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Does anyone know of any script injection scanners that are able to detect if your website has been compromised (i.e. javascript that has been injected that should just not be there)?

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You should be doing the checking before anything is written not after. –  Ash Burlaczenko Aug 10 '10 at 11:28

3 Answers 3

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It is difficult: you need to test every URL of your application and check if specific patterns are present in the reply (and it is very difficult to have a good algorithm which can understand which is good and bad javascript, or you need to configure this scanner which can be long and tricky).

There is a realtime open source solution called mod security on the server side. It is a web application firewall: it can detect specific patterns in requests and / or responses. It works on apache as a module. This is mainly a production solution, and does not detect injection during development. Furthermore, you need some experiences to tune it (what is good and wrong in the data exchanges with our clients) which can be tricky and does not protect against new attacks or more intelligent attacks (re-encoding characters for instance).

By the way, another solution is to use Content Security Policy but it is not available in all browsers (well, no one at the present time, wait for Firefox 4 ;-).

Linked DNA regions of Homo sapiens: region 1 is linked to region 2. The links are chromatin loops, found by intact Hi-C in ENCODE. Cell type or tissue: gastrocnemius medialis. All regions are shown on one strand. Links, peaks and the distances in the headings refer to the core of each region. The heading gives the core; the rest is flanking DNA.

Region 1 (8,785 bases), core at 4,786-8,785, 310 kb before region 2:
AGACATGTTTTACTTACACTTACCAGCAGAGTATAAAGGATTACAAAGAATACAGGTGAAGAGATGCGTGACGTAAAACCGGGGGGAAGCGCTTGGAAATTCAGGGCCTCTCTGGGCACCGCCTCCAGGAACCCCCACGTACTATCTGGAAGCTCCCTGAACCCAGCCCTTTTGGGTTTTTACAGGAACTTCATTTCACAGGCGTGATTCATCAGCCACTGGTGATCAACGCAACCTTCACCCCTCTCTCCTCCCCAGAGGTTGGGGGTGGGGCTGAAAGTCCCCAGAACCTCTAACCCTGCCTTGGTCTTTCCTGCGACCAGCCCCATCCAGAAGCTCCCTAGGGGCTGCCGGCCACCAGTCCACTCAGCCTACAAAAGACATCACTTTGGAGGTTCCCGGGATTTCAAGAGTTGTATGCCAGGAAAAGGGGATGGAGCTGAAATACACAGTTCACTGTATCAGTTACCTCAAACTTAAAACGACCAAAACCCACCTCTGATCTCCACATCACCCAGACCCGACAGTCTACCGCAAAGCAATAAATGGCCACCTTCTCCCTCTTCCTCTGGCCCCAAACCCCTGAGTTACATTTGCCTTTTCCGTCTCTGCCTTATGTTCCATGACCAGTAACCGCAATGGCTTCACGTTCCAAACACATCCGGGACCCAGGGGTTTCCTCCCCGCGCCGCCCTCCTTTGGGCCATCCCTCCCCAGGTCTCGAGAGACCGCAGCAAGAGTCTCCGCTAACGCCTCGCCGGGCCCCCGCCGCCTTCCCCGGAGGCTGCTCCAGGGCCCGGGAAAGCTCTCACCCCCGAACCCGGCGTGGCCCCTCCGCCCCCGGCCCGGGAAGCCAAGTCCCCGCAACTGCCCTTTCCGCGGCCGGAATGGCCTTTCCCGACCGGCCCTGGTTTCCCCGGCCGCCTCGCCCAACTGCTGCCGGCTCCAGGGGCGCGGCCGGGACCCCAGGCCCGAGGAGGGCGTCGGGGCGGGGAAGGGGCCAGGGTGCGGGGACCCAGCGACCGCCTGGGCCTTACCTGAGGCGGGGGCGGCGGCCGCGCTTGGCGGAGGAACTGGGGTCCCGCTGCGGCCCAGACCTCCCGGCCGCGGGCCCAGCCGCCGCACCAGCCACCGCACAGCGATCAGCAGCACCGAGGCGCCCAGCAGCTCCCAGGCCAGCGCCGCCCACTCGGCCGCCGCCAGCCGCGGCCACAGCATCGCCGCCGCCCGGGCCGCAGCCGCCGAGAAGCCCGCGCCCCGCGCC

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You can't. Because a bad script will always be able to rewrite/neutralize your scanner function when it arrives on the browser.
And your server doesn't have any control of what happens in your page anymore.

There is a simple way to protect your page from injection: place all the untrusted content using an iframe pointing on a different subdomain or port on your server.
You get the Same Origin Policy that sandbox the iframe and prevent the access to ressources of the parent page.

Then you may want to communicate safely between the iframes and the main page.
If you target modern browsers or mobiles you can use window.postMessage to send string messages.
For older browsers, there are some tricks here is a blog post with a solution

This does not protect you against cross site scripting, but this is another issue you can solve with a secret token in the parent page.

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The StopBadware group offers a free scanning service. Google and Mozilla rely on this service for their "this site may harm your computer" warnings.

The scanning service is available here: http://www.stopbadware.org/home/reportsearch

Details on protecting your website are here: http://www.stopbadware.org/home/security

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